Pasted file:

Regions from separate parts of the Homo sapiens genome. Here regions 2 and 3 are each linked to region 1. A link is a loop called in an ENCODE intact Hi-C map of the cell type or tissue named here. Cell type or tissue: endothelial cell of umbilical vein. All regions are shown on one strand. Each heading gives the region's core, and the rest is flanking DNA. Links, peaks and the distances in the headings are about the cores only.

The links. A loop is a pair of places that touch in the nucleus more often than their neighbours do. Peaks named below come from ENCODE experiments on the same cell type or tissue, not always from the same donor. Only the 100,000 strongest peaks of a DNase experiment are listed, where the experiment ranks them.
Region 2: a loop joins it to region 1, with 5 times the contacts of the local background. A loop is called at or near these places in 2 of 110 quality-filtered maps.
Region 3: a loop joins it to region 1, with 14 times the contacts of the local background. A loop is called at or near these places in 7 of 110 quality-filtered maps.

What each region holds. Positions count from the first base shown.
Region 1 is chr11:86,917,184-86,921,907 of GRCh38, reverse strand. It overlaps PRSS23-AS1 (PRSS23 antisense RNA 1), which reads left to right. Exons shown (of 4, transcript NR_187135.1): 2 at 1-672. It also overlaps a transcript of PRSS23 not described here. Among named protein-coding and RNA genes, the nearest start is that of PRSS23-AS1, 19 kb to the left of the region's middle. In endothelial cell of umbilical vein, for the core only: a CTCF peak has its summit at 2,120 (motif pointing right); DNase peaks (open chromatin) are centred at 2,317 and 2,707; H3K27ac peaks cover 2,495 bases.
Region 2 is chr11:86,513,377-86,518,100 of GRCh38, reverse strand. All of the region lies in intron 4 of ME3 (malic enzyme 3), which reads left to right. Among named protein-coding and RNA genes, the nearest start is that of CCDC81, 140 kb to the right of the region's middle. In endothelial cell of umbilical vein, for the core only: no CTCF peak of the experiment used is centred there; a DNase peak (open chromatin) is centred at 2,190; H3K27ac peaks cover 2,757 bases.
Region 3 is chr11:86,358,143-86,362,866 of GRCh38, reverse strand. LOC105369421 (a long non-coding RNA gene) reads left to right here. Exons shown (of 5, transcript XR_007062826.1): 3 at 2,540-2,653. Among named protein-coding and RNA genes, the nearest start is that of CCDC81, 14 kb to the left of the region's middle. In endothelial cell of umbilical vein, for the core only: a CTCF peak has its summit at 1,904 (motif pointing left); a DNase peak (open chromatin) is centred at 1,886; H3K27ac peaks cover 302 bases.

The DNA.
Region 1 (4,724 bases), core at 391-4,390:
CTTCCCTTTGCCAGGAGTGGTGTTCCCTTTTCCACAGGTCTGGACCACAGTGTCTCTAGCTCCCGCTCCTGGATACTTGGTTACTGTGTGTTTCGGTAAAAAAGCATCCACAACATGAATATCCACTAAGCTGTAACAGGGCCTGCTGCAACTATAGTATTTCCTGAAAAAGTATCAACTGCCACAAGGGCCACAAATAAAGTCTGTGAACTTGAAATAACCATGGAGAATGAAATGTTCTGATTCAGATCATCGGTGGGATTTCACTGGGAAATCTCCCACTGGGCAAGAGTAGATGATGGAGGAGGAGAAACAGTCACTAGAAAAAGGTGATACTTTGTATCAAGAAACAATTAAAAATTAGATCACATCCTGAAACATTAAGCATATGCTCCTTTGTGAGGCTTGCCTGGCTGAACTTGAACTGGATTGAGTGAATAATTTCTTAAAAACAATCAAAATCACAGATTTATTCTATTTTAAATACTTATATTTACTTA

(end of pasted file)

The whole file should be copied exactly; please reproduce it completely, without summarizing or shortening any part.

Regions from separate parts of the Homo sapiens genome. Here regions 2 and 3 are each linked to region 1. A link is a loop called in an ENCODE intact Hi-C map of the cell type or tissue named here. Cell type or tissue: endothelial cell of umbilical vein. All regions are shown on one strand. Each heading gives the region's core, and the rest is flanking DNA. Links, peaks and the distances in the headings are about the cores only.

The links. A loop is a pair of places that touch in the nucleus more often than their neighbours do. Peaks named below come from ENCODE experiments on the same cell type or tissue, not always from the same donor. Only the 100,000 strongest peaks of a DNase experiment are listed, where the experiment ranks them.
Region 2: a loop joins it to region 1, with 5 times the contacts of the local background. A loop is called at or near these places in 2 of 110 quality-filtered maps.
Region 3: a loop joins it to region 1, with 14 times the contacts of the local background. A loop is called at or near these places in 7 of 110 quality-filtered maps.

What each region holds. Positions count from the first base shown.
Region 1 is chr11:86,917,184-86,921,907 of GRCh38, reverse strand. It overlaps PRSS23-AS1 (PRSS23 antisense RNA 1), which reads left to right. Exons shown (of 4, transcript NR_187135.1): 2 at 1-672. It also overlaps a transcript of PRSS23 not described here. Among named protein-coding and RNA genes, the nearest start is that of PRSS23-AS1, 19 kb to the left of the region's middle. In endothelial cell of umbilical vein, for the core only: a CTCF peak has its summit at 2,120 (motif pointing right); DNase peaks (open chromatin) are centred at 2,317 and 2,707; H3K27ac peaks cover 2,495 bases.
Region 2 is chr11:86,513,377-86,518,100 of GRCh38, reverse strand. All of the region lies in intron 4 of ME3 (malic enzyme 3), which reads left to right. Among named protein-coding and RNA genes, the nearest start is that of CCDC81, 140 kb to the right of the region's middle. In endothelial cell of umbilical vein, for the core only: no CTCF peak of the experiment used is centred there; a DNase peak (open chromatin) is centred at 2,190; H3K27ac peaks cover 2,757 bases.
Region 3 is chr11:86,358,143-86,362,866 of GRCh38, reverse strand. LOC105369421 (a long non-coding RNA gene) reads left to right here. Exons shown (of 5, transcript XR_007062826.1): 3 at 2,540-2,653. Among named protein-coding and RNA genes, the nearest start is that of CCDC81, 14 kb to the left of the region's middle. In endothelial cell of umbilical vein, for the core only: a CTCF peak has its summit at 1,904 (motif pointing left); a DNase peak (open chromatin) is centred at 1,886; H3K27ac peaks cover 302 bases.

The DNA.
Region 1 (4,724 bases), core at 391-4,390:
CTTCCCTTTGCCAGGAGTGGTGTTCCCTTTTCCACAGGTCTGGACCACAGTGTCTCTAGCTCCCGCTCCTGGATACTTGGTTACTGTGTGTTTCGGTAAAAAAGCATCCACAACATGAATATCCACTAAGCTGTAACAGGGCCTGCTGCAACTATAGTATTTCCTGAAAAAGTATCAACTGCCACAAGGGCCACAAATAAAGTCTGTGAACTTGAAATAACCATGGAGAATGAAATGTTCTGATTCAGATCATCGGTGGGATTTCACTGGGAAATCTCCCACTGGGCAAGAGTAGATGATGGAGGAGGAGAAACAGTCACTAGAAAAAGGTGATACTTTGTATCAAGAAACAATTAAAAATTAGATCACATCCTGAAACATTAAGCATATGCTCCTTTGTGAGGCTTGCCTGGCTGAACTTGAACTGGATTGAGTGAATAATTTCTTAAAAACAATCAAAATCACAGATTTATTCTATTTTAAATACTTATATTTACTTA